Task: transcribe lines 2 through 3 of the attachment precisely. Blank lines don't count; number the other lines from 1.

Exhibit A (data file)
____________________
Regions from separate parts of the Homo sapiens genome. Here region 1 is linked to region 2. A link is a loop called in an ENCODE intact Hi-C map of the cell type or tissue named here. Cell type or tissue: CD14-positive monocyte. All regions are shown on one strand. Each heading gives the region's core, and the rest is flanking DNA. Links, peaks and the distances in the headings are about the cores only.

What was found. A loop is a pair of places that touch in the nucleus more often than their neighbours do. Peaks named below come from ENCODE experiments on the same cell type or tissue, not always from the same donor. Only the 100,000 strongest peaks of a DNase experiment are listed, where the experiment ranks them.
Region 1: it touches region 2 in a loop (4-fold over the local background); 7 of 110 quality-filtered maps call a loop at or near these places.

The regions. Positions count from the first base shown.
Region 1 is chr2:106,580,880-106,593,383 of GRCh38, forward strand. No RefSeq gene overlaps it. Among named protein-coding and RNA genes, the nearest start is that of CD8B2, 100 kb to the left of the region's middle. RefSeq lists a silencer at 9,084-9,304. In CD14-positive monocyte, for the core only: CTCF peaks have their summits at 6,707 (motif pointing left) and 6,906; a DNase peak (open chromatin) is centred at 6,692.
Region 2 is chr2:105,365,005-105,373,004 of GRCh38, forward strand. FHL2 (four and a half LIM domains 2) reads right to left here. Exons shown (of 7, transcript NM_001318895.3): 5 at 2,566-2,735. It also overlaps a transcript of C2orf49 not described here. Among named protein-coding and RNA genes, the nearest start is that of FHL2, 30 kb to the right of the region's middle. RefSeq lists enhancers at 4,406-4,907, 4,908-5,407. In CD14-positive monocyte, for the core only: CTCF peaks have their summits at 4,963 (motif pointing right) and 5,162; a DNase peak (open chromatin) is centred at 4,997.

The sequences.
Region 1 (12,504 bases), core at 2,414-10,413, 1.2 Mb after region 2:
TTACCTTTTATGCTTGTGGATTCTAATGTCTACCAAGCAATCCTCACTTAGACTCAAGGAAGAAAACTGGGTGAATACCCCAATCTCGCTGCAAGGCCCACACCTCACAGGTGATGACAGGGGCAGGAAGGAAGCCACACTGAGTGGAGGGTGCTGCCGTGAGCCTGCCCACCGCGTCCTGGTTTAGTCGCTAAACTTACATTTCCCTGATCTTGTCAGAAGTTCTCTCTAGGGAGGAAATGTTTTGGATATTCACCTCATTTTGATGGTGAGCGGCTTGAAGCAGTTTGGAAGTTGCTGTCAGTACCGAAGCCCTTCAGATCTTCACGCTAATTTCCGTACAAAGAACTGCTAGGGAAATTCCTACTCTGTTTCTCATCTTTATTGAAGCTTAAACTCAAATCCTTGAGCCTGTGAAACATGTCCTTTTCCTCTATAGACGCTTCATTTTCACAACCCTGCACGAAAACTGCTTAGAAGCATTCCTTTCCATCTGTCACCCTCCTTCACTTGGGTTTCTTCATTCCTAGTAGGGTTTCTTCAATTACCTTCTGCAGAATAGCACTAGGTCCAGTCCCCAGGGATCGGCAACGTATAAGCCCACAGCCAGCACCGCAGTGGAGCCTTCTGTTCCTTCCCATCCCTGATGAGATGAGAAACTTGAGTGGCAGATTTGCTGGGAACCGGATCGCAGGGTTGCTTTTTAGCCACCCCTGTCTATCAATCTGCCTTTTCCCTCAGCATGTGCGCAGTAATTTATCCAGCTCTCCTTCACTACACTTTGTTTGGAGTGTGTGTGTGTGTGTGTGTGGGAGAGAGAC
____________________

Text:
What was found. A loop is a pair of places that touch in the nucleus more often than their neighbours do. Peaks named below come from ENCODE experiments on the same cell type or tissue, not always from the same donor. Only the 100,000 strongest peaks of a DNase experiment are listed, where the experiment ranks them.
Region 1: it touches region 2 in a loop (4-fold over the local background); 7 of 110 quality-filtered maps call a loop at or near these places.